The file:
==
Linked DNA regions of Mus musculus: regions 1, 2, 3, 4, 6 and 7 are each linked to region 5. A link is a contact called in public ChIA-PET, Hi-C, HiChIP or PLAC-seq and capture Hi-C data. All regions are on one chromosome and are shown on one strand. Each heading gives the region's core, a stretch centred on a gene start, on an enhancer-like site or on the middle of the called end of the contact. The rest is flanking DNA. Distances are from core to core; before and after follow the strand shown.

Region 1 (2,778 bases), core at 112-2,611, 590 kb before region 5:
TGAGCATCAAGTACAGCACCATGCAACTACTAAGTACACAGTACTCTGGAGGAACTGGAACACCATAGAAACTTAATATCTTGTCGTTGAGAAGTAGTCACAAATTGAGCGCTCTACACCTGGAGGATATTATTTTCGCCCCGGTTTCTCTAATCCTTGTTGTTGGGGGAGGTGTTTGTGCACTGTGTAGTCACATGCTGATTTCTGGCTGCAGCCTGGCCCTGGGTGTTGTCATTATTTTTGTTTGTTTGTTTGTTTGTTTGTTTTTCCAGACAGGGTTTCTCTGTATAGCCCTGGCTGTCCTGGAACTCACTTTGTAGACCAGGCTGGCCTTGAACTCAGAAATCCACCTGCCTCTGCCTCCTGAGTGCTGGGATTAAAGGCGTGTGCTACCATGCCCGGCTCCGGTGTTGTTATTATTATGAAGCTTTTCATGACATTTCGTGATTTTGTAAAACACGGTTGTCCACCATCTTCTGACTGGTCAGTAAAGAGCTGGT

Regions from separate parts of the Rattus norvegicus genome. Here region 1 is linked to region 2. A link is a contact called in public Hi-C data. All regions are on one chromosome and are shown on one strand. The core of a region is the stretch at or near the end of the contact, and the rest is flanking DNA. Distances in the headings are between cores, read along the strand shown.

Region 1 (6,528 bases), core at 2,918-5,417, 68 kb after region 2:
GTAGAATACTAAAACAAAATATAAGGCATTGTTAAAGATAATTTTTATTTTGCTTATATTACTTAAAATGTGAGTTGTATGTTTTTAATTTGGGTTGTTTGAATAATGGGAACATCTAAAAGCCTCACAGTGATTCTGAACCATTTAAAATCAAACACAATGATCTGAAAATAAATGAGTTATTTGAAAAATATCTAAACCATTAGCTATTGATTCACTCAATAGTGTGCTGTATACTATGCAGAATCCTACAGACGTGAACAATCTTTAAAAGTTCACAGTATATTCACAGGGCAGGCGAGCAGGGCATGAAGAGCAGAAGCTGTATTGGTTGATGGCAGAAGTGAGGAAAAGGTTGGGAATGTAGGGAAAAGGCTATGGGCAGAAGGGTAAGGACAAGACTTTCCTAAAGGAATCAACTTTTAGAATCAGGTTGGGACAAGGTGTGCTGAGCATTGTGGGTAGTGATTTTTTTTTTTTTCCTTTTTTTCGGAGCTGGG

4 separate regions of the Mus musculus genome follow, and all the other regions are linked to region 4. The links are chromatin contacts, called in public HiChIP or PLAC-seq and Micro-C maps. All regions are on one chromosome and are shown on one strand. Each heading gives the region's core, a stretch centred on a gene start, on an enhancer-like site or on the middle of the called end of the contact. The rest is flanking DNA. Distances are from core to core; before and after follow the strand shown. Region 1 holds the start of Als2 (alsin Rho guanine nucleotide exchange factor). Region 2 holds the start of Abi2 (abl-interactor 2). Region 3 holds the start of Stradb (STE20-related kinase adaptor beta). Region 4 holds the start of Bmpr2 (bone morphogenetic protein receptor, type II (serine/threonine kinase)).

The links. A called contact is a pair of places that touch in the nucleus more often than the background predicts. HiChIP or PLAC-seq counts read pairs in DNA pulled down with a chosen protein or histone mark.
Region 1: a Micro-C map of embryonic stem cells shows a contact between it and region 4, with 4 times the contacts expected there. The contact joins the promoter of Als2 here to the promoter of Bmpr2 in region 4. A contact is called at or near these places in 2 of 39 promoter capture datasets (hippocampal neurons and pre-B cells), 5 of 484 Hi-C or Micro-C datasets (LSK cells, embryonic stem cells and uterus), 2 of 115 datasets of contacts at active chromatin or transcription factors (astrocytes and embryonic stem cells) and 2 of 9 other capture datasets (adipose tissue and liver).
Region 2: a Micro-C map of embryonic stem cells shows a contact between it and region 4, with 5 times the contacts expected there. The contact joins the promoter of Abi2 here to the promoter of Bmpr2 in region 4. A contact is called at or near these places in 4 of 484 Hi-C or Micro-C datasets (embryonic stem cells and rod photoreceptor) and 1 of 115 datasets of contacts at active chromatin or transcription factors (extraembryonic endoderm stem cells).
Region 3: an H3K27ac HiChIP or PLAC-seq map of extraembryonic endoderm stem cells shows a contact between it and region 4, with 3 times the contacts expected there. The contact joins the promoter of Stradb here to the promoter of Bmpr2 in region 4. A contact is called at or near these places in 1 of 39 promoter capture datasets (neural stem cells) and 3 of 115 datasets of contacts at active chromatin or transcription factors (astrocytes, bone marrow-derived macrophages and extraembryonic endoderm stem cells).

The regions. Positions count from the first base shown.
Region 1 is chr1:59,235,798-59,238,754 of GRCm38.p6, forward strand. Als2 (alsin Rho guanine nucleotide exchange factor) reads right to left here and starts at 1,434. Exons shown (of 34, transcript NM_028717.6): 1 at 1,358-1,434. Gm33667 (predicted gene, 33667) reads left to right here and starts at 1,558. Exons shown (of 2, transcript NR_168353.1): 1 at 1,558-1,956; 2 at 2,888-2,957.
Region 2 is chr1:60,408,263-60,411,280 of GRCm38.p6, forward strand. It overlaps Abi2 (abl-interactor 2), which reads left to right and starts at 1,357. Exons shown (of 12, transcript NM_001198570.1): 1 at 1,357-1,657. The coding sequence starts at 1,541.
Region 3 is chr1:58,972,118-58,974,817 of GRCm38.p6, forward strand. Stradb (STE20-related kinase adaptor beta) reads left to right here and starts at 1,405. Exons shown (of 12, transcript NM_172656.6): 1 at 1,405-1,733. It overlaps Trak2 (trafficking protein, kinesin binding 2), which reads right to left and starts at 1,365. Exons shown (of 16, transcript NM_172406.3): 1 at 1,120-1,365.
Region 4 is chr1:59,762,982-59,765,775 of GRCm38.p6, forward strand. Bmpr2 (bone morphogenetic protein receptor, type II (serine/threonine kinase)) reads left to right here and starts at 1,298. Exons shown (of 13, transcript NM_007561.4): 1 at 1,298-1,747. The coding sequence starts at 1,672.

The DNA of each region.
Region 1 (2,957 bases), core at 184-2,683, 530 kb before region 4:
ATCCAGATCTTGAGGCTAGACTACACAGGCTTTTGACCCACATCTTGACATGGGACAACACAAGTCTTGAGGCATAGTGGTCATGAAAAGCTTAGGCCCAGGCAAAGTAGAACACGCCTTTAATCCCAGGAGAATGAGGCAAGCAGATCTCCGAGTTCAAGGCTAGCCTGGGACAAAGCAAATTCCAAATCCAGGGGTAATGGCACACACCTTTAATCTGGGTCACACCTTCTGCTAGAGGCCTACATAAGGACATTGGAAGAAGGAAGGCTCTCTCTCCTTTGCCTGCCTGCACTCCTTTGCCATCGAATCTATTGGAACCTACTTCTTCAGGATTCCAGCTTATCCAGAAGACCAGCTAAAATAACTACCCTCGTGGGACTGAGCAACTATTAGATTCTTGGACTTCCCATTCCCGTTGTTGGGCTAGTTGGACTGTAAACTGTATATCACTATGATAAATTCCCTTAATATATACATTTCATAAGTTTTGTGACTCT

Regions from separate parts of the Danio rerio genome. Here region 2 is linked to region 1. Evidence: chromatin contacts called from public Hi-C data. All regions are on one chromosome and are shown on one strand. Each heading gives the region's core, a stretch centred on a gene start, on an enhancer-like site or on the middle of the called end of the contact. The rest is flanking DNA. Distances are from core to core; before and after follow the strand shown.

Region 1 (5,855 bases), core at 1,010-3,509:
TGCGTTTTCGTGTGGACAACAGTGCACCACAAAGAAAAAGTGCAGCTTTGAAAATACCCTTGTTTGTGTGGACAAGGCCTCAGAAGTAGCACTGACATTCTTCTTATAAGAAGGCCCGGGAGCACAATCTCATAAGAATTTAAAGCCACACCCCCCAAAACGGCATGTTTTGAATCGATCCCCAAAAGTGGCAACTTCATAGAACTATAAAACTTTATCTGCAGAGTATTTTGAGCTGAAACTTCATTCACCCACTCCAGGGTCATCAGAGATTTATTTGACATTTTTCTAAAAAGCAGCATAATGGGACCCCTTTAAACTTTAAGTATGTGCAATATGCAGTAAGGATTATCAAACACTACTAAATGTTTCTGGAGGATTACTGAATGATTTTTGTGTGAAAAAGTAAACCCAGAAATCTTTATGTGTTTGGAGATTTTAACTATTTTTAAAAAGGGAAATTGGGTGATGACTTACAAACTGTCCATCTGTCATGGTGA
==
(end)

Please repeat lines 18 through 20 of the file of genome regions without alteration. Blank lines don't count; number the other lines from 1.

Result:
Region 1 (2,957 bases), core at 184-2,683, 530 kb before region 4:
ATCCAGATCTTGAGGCTAGACTACACAGGCTTTTGACCCACATCTTGACATGGGACAACACAAGTCTTGAGGCATAGTGGTCATGAAAAGCTTAGGCCCAGGCAAAGTAGAACACGCCTTTAATCCCAGGAGAATGAGGCAAGCAGATCTCCGAGTTCAAGGCTAGCCTGGGACAAAGCAAATTCCAAATCCAGGGGTAATGGCACACACCTTTAATCTGGGTCACACCTTCTGCTAGAGGCCTACATAAGGACATTGGAAGAAGGAAGGCTCTCTCTCCTTTGCCTGCCTGCACTCCTTTGCCATCGAATCTATTGGAACCTACTTCTTCAGGATTCCAGCTTATCCAGAAGACCAGCTAAAATAACTACCCTCGTGGGACTGAGCAACTATTAGATTCTTGGACTTCCCATTCCCGTTGTTGGGCTAGTTGGACTGTAAACTGTATATCACTATGATAAATTCCCTTAATATATACATTTCATAAGTTTTGTGACTCT

Regions from separate parts of the Danio rerio genome. Here region 2 is linked to region 1. Evidence: chromatin contacts called from public Hi-C data. All regions are on one chromosome and are shown on one strand. Each heading gives the region's core, a stretch centred on a gene start, on an enhancer-like site or on the middle of the called end of the contact. The rest is flanking DNA. Distances are from core to core; before and after follow the strand shown.